In disagreement, plaintiffs cite a number of cases in which assessing authorities’ treatment of intangibles was held to give rise a challenge to the valuation method, presenting a question of law. (GTE Sprint Communications Corp. v. County of Alameda (1994) 26 Cal.App.4th 992, 1001; Service America Corp. v. County of San Diego (1993) 15 Cal.App.4th 1232, 1235 (Service America); County of Orange v. Orange County Assessment Appeals Bd.
(1993) 13 Cal.App.4th 524, 529; County of Stanislaus v Assessment Appeals Bd. (1989) 213 Cal.App.3d 1445, 1450 (Stanislaus).) Several of these cases frankly observe that characterization of the issue presents a subtle if not semantic question. (GTE, supra, 26 Cal.App.4th at p. 1001 [“Sometimes it is difficult to distinguish between the two types of challenges.”]; County of Orange, supra,
13 Cal.App.4th at p. 530, fn. 6 [“We . . . recogniz[e] there is often a fine line between a challenge to an application of a valuation method and a challenge to the method itself.”].)

The cited cases are otherwise distinguishable. In each, the assessing authority had plainly adopted a position concerning the inclusion or exclusion of intangibles, which could be tested as a matter of law against pertinent authority. That is not so in the present case, in which plaintiffs’ claim that intangibles were improperly “subsumed” depends on circumstantial evidence, including the numerical components of the valuation formula and the values ultimately yielded.[2] Hence, although a legally unwarranted assessment of intangibles would constitute error as a matter of law, the instant claim that there was such error requires analysis and construction of the evidentiary record.

In any event, the trial court ultimately did measure the intangibles issue against the rules of law regarding the proper effect of intangibles on real property valuation and taxation, and we will do the same. The significance of plaintiffs’ scope of review contention therefore boils down to the trial court’s disallowance of additional evidence beyond the administrative record. But plaintiffs have failed to demonstrate prejudice from that ruling. Plaintiffs summarily describe their proposed evidence, essentially concerning the nature and proper valuation of intangibles, chiefly the operating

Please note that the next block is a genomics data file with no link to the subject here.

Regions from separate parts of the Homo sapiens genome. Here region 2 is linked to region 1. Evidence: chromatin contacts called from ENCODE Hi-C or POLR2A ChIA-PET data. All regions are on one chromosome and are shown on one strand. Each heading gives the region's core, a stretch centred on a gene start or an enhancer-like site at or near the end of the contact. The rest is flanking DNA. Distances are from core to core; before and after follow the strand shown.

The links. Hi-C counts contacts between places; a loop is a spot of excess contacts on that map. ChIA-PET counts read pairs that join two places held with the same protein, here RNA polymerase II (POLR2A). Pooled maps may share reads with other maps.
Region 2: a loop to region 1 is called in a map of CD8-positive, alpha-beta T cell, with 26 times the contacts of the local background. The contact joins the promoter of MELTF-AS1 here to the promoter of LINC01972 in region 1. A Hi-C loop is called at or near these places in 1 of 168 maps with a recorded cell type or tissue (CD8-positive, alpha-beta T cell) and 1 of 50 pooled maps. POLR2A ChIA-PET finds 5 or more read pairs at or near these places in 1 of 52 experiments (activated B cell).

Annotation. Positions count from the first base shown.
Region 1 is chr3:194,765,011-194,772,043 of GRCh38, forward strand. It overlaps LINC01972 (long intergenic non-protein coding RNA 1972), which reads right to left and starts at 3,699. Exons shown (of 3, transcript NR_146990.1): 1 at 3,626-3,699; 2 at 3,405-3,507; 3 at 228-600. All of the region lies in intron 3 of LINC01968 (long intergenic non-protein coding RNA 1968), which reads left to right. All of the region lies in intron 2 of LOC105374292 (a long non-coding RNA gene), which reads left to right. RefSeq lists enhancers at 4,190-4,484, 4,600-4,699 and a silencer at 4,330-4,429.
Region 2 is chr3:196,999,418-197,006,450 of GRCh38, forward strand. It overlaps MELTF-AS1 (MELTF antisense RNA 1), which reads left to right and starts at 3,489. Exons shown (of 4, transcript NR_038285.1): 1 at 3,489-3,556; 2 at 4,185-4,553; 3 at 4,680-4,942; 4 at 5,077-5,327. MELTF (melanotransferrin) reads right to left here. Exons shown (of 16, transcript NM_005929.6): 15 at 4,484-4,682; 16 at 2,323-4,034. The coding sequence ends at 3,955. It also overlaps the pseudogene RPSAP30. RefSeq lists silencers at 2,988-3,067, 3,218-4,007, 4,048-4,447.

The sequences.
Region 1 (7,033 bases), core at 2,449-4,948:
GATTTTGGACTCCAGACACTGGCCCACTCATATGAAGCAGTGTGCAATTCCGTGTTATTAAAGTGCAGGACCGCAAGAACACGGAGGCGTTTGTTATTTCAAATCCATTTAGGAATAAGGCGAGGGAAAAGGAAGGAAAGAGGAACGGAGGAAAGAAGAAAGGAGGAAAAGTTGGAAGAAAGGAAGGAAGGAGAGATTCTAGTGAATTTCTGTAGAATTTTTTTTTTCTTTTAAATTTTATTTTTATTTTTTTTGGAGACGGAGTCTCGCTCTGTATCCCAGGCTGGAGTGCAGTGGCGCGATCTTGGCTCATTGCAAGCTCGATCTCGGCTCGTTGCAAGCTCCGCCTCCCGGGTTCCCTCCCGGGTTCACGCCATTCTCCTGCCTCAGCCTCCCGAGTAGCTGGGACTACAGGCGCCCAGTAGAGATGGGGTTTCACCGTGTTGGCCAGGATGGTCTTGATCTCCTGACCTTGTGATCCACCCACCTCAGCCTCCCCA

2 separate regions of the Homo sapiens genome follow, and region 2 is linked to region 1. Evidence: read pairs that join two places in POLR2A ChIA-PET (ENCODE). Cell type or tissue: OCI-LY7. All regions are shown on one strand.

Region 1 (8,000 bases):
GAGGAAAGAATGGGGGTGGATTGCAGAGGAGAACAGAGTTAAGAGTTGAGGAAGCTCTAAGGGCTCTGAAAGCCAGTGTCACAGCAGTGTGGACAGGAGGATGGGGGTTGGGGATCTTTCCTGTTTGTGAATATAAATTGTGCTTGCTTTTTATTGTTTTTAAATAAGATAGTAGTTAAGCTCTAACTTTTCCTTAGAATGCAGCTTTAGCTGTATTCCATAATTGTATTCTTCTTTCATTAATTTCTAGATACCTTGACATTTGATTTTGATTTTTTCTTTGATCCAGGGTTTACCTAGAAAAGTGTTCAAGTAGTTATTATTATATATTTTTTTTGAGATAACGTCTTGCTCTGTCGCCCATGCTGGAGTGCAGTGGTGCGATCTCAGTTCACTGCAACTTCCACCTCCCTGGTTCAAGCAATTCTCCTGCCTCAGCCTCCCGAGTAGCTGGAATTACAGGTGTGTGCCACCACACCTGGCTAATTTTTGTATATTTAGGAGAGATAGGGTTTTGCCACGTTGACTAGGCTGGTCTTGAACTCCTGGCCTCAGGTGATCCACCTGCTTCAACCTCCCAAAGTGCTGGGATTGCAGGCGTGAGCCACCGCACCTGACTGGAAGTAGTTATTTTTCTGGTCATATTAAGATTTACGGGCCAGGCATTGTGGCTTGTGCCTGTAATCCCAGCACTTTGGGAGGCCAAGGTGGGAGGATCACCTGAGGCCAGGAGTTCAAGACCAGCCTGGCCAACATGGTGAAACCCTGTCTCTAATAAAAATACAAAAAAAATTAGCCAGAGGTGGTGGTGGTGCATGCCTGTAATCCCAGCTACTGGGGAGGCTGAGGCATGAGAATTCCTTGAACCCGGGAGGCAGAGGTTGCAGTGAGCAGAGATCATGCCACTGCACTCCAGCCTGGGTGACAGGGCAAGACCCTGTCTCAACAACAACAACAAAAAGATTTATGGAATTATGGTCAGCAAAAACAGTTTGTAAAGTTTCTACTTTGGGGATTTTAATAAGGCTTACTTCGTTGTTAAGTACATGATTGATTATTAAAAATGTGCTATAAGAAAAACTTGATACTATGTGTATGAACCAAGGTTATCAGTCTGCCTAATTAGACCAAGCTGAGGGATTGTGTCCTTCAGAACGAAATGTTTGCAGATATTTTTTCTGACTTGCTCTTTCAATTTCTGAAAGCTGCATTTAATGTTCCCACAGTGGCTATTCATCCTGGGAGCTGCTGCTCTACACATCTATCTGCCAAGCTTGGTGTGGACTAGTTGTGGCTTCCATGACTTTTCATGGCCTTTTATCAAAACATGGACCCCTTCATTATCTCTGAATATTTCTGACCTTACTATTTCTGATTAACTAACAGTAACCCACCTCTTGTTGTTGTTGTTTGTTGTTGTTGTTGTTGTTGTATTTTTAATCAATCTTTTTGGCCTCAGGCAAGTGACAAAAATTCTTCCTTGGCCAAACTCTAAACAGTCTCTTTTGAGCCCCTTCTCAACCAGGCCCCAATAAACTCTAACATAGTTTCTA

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permit. Much of that subject matter appears in the briefs. Plaintiffs have made no showing that a more favorable result would have obtained had their proffered evidence been admitted, and for this reason too their scope of review contention cannot command reversal. (E.g., Evid. Code, § 354.)

2. Treatment of Intangibles.

We consider next the principal contention that the board’s valuation of the property improperly subsumed with it the value of intangible assets, primarily ALR’s permits to operate the landfill, but also the related “business enterprise” of the landfill. We conclude that plaintiffs have failed to establish error in this respect.[3]

The leading decision regarding property tax consideration of intangibles associated with real property is Roehm v County of Orange (1948) 32 Cal.2d 280 (Roehm) (per Traynor, J.) Roehm held that a liquor license, being an intangible asset, did not constitute taxable personal property, under constitutional and statutory provisions. However, the court explained, “Intangible values . . . that cannot be separately taxed as property may be reflected
in the valuation of taxable property. Thus, in determining the value of property, assessing authorities may take into consideration earnings derived therefrom, which may depend upon the possession of intangible rights and privileges that are not themselves regarded as a separate class of taxable property.” (Id. at p. 285, italics added.) In short, in a real property case, intangibles associated with the realty, such as zoning, permits, and licenses, are not real property and may not be taxed as such. However, insofar as such intangibles affect the real property’s value, for example by enabling its profitable use, they may properly contribute to an assessment of fair market value.

These concepts are reflected in Revenue and Taxation Code sections 110 and 212, as amended in 1995.[4] Section 212, subdivision (c) provides that “Intangible assets and rights are exempt from taxation,” and that they “shall not enhance or be reflected in the value of taxable property,” except that “[t]axable property may be assessed and valued by assuming the presence of intangible assets or rights necessary to put the taxable property to beneficial or productive use.” Section 110, subdivision (d)(1) provides, on the one hand, that “The value of intangible assets and rights relating to the going

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concern value of a business using taxable property shall not enhance or be reflected in the value of the taxable property.” But section 110, subdivision (e) then restates the language last quoted from section 212, subdivision (c). Moreover, subdivision (f) of section 110 provides that for purposes of determining the taxable value of real property, “intangible attributes of real property shall be reflected in the value of the real property. These intangible attributes of real property include zoning, location and other such attributes that relate directly to the real property involved.”[5]